7 questions with ZZ Top

Gibbons recently answered some questions about the group known for hits like “I Thank You” and “Sharp Dressed Man.”

Q: What’s going on today?

A: “Up to the same old stuff as usual — just finished a mega tour of Europe and now chilling out in Spain in anticipation of coming back home and rockin’ it all over again.”

Q: If you could only play one guitar for the next five years, what would it be?

A: “And what crime would I have been convicted of to receive a sentence like that? OK, if it’s gotta be just one, it’s gotta be the one and only ‘Mistress Pearly Gates,’ the magic ’59 Les Paul that’s been a key part of our ‘guitarsinal’ since even before ZZ Top’s first album.”

Q: How well does your latest release, is “Live – Greatest Hits From Around the World,” represent the live ZZ Top experience?

A: “We waded through hundreds of hours of tapes to the find the definitive performance of each of the songs. It’s a great representation of ZZ Top being the best possible ZZ Top. We released it because, well, because it seemed like a good way of keepin’ the groove goin’ even when we’re off the road — a rare circumstance, to be sure.”

Q: I know the live album was released just a year ago but what are the plans for a new ZZ Top studio album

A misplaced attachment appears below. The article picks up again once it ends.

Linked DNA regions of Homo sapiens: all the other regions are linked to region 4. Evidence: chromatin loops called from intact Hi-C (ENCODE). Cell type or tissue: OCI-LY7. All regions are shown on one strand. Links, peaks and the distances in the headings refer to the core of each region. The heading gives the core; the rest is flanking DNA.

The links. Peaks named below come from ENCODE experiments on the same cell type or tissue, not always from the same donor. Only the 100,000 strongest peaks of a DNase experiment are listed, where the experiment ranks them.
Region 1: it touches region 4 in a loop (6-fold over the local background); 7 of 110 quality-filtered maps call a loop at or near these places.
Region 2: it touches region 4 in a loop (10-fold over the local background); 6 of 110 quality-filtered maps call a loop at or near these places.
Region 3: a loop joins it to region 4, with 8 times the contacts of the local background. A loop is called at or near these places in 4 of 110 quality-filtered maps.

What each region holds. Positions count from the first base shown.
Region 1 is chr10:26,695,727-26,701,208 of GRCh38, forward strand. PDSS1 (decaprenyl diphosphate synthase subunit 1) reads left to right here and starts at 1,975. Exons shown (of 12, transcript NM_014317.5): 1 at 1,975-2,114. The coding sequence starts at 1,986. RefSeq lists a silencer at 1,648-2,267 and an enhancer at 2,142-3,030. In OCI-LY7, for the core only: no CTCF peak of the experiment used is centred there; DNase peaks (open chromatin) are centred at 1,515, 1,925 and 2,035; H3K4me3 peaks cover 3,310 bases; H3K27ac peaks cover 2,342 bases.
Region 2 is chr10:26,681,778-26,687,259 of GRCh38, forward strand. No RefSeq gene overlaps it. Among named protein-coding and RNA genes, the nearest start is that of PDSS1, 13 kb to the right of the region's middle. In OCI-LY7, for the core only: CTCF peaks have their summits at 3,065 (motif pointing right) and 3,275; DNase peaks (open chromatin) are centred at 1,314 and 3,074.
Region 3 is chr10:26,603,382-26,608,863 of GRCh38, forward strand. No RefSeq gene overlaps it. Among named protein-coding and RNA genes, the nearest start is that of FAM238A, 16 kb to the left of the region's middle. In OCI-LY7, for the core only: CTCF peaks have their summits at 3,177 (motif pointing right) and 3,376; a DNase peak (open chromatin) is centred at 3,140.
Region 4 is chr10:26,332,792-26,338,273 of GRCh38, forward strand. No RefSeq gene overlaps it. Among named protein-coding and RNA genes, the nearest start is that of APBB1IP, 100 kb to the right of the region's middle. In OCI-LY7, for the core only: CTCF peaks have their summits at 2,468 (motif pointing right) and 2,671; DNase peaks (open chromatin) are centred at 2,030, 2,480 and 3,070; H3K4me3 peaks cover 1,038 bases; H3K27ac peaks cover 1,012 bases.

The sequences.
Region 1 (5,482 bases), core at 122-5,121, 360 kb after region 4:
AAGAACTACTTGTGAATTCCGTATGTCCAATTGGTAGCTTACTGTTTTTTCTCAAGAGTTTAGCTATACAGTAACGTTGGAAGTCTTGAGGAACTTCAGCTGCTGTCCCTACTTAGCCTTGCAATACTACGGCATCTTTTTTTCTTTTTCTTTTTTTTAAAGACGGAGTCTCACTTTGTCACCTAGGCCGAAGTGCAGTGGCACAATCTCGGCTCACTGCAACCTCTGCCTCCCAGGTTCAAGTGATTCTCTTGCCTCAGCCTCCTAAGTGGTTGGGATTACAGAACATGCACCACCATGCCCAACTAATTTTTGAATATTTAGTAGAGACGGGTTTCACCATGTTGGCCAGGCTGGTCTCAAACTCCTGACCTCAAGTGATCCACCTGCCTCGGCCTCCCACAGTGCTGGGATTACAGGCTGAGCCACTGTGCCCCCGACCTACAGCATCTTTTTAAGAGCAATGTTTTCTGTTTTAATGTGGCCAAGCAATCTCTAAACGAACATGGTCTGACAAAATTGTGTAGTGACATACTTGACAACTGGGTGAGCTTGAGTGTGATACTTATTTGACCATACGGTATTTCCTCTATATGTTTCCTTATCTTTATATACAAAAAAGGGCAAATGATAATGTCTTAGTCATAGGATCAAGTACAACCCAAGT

A: “We’re actually in the process of wrapping the latest recording aimed for release as a free-standing collection. We may release it in dribs and drabs or, possibly, in drabs and drips. Stay tuned.”

Q: What is the status of guitar rock in 2017 and what are its prospects for the future?

A: “As far as ZZ is concerned, it’s alive and well because it’s all based on the blues and, as we’ve all been taught, the blues will never die.”

Q: It’s only two years until 2019, the 50th anniversary of the band forming. How will ZZ Top celebrate that milestone?

A: “Remember, we mentioned we’re into the same stuff as usual. That but, perhaps, more of it.”

Q: What’s next for ZZ Top?

A: “We’re gonna get out there and turn it up and make things loud. That’s definitely next.”

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  • Mike Heaton
    September 27, 2017 at 5:22 pm  - Reply

    I have a question for the Revd William F Gibbons: He is a unique interpreter and translator of ‘the blues’ who has, through albums like El Loco and XXX, alloyed it with other musical forms. Does he think it is time for ‘the blues’ to influence Classical music?. We were at a Steven Isserlis cello concert last year, where he asked for requests for his encore: “Strange Brew” I shouted, to universal silence. Perhaps Dusty Hill could give us his opinion of the potential of blues scales for the classical cello and for ‘classical’ music generally. Apologies for prolixity.

    Mike Heaton
    GB

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